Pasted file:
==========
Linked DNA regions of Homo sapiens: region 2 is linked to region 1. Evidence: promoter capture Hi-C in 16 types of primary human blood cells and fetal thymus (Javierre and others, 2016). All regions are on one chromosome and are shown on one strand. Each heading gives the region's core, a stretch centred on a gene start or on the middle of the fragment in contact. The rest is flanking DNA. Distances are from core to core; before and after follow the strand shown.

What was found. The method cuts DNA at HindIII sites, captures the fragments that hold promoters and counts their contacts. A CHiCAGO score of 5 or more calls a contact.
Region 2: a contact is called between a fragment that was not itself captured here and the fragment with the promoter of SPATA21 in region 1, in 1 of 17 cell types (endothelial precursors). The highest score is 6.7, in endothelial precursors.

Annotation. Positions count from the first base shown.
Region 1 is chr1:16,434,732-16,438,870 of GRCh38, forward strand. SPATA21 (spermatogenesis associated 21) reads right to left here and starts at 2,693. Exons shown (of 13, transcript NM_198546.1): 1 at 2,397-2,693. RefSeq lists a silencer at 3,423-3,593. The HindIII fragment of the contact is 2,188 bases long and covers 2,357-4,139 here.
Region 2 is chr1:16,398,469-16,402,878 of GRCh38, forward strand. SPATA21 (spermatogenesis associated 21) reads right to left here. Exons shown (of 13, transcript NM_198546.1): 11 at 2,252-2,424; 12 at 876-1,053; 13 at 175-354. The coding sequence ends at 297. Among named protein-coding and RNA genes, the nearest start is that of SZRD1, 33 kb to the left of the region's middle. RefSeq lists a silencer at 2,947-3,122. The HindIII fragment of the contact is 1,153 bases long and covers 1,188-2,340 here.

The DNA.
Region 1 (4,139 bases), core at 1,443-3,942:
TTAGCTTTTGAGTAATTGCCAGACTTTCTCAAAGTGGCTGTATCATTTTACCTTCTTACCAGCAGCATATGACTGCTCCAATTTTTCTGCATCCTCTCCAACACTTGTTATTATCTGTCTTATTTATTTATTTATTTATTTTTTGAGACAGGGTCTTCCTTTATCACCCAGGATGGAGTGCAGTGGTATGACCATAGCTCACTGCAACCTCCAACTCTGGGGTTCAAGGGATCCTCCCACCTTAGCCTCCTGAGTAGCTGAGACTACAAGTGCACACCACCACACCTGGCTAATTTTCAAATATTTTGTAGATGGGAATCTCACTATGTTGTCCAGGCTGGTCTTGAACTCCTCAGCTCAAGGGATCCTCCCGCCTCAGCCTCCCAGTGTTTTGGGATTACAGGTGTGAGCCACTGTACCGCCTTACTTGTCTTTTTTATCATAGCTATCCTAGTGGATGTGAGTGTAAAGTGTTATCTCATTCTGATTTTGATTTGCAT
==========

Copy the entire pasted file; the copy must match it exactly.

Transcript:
Linked DNA regions of Homo sapiens: region 2 is linked to region 1. Evidence: promoter capture Hi-C in 16 types of primary human blood cells and fetal thymus (Javierre and others, 2016). All regions are on one chromosome and are shown on one strand. Each heading gives the region's core, a stretch centred on a gene start or on the middle of the fragment in contact. The rest is flanking DNA. Distances are from core to core; before and after follow the strand shown.

What was found. The method cuts DNA at HindIII sites, captures the fragments that hold promoters and counts their contacts. A CHiCAGO score of 5 or more calls a contact.
Region 2: a contact is called between a fragment that was not itself captured here and the fragment with the promoter of SPATA21 in region 1, in 1 of 17 cell types (endothelial precursors). The highest score is 6.7, in endothelial precursors.

Annotation. Positions count from the first base shown.
Region 1 is chr1:16,434,732-16,438,870 of GRCh38, forward strand. SPATA21 (spermatogenesis associated 21) reads right to left here and starts at 2,693. Exons shown (of 13, transcript NM_198546.1): 1 at 2,397-2,693. RefSeq lists a silencer at 3,423-3,593. The HindIII fragment of the contact is 2,188 bases long and covers 2,357-4,139 here.
Region 2 is chr1:16,398,469-16,402,878 of GRCh38, forward strand. SPATA21 (spermatogenesis associated 21) reads right to left here. Exons shown (of 13, transcript NM_198546.1): 11 at 2,252-2,424; 12 at 876-1,053; 13 at 175-354. The coding sequence ends at 297. Among named protein-coding and RNA genes, the nearest start is that of SZRD1, 33 kb to the left of the region's middle. RefSeq lists a silencer at 2,947-3,122. The HindIII fragment of the contact is 1,153 bases long and covers 1,188-2,340 here.

The DNA.
Region 1 (4,139 bases), core at 1,443-3,942:
TTAGCTTTTGAGTAATTGCCAGACTTTCTCAAAGTGGCTGTATCATTTTACCTTCTTACCAGCAGCATATGACTGCTCCAATTTTTCTGCATCCTCTCCAACACTTGTTATTATCTGTCTTATTTATTTATTTATTTATTTTTTGAGACAGGGTCTTCCTTTATCACCCAGGATGGAGTGCAGTGGTATGACCATAGCTCACTGCAACCTCCAACTCTGGGGTTCAAGGGATCCTCCCACCTTAGCCTCCTGAGTAGCTGAGACTACAAGTGCACACCACCACACCTGGCTAATTTTCAAATATTTTGTAGATGGGAATCTCACTATGTTGTCCAGGCTGGTCTTGAACTCCTCAGCTCAAGGGATCCTCCCGCCTCAGCCTCCCAGTGTTTTGGGATTACAGGTGTGAGCCACTGTACCGCCTTACTTGTCTTTTTTATCATAGCTATCCTAGTGGATGTGAGTGTAAAGTGTTATCTCATTCTGATTTTGATTTGCAT